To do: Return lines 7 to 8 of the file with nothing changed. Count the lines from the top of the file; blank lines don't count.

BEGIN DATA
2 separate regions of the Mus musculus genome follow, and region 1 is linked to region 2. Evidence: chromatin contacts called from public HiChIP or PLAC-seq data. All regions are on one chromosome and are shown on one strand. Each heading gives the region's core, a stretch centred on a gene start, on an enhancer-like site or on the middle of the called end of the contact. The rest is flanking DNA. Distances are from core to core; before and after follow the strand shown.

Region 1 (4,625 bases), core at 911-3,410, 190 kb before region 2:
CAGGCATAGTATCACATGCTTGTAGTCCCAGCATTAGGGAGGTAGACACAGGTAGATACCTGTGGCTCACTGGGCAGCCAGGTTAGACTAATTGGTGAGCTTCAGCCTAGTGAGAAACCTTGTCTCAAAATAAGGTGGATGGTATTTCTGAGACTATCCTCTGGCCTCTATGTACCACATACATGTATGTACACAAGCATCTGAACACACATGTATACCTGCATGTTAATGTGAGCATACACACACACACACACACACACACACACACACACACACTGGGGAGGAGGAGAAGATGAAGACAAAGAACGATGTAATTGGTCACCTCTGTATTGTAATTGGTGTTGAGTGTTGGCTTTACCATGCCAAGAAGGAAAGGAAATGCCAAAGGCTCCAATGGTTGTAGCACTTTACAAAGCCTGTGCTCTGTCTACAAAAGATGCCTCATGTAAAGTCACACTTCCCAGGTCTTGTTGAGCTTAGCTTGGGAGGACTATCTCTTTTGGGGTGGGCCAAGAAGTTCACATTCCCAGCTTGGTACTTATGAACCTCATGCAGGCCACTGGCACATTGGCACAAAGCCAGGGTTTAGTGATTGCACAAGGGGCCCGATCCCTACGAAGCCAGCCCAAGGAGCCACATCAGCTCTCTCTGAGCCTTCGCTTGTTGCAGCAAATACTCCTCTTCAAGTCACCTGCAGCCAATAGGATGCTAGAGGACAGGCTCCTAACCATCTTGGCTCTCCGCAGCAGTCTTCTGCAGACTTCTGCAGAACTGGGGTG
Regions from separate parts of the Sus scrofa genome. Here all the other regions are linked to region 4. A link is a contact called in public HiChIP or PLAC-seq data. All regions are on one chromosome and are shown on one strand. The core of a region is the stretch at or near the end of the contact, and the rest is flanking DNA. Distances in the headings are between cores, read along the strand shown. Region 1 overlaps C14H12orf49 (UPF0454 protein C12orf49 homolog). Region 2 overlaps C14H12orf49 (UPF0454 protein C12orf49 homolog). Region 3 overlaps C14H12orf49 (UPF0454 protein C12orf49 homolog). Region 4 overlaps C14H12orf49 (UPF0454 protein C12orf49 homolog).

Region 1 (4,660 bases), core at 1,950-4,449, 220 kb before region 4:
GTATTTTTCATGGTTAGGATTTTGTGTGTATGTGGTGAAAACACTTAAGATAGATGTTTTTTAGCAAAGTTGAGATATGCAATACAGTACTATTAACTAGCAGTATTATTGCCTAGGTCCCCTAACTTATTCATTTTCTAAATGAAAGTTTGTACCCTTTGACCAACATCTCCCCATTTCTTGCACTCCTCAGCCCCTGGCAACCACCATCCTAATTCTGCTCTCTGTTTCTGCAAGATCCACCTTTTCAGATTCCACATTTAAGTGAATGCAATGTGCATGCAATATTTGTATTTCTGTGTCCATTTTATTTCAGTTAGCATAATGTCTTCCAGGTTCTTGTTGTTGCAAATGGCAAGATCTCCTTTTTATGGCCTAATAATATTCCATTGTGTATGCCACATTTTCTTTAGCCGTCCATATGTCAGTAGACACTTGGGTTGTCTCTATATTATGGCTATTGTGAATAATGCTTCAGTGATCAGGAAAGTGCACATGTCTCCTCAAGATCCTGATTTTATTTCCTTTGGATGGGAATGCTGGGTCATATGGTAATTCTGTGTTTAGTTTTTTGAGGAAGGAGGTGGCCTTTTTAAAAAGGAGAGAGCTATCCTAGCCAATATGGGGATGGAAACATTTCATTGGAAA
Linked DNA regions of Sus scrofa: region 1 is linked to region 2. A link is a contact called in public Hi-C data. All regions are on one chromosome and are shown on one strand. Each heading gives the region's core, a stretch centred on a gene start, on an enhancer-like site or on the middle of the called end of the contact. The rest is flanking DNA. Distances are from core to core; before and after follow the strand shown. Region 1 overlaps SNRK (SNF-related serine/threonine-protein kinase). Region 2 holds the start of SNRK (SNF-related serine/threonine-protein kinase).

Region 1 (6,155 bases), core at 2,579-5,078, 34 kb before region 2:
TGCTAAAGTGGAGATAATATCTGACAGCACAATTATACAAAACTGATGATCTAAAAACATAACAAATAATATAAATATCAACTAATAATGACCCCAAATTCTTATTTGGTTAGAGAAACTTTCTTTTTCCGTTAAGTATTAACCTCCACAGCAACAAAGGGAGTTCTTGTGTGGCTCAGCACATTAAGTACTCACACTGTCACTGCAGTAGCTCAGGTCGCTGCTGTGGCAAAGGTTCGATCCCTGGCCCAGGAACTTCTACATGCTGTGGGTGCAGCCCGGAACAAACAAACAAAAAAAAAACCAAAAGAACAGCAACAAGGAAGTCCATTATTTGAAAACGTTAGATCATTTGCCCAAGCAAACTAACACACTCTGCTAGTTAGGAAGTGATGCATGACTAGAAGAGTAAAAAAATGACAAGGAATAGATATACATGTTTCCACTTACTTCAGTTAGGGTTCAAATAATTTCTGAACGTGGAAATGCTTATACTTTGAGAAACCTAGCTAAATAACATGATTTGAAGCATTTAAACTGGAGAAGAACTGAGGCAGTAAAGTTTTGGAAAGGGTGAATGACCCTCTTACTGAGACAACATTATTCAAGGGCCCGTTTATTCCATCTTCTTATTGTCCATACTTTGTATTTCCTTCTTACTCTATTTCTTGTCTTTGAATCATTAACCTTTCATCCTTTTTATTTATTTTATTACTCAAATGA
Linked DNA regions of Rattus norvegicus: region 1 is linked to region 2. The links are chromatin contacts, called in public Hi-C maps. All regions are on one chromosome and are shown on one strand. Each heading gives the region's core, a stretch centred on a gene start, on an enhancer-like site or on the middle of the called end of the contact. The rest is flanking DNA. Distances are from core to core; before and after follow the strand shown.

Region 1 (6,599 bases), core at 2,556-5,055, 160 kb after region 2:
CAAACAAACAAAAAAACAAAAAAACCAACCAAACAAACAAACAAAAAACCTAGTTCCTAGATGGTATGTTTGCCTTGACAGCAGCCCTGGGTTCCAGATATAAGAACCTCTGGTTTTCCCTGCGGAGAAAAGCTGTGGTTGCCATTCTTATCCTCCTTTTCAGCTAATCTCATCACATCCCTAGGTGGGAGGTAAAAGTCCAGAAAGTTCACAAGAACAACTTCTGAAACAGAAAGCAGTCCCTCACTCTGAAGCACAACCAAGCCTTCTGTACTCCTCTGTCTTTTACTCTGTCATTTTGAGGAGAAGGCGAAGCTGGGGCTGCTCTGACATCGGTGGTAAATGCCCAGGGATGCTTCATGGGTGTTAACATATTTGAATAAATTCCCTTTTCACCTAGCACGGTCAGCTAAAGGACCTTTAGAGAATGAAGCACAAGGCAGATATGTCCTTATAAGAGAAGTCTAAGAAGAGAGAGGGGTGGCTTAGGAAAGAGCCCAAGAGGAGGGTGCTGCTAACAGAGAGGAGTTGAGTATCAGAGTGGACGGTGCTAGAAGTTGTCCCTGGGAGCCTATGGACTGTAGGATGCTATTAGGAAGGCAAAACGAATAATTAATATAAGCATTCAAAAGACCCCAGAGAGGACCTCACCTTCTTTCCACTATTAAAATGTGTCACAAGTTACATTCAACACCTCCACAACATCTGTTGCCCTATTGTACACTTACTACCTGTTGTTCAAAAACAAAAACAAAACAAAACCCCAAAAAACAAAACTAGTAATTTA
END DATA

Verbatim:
Linked DNA regions of Sus scrofa: region 1 is linked to region 2. A link is a contact called in public Hi-C data. All regions are on one chromosome and are shown on one strand. Each heading gives the region's core, a stretch centred on a gene start, on an enhancer-like site or on the middle of the called end of the contact. The rest is flanking DNA. Distances are from core to core; before and after follow the strand shown. Region 1 overlaps SNRK (SNF-related serine/threonine-protein kinase). Region 2 holds the start of SNRK (SNF-related serine/threonine-protein kinase).

Region 1 (6,155 bases), core at 2,579-5,078, 34 kb before region 2: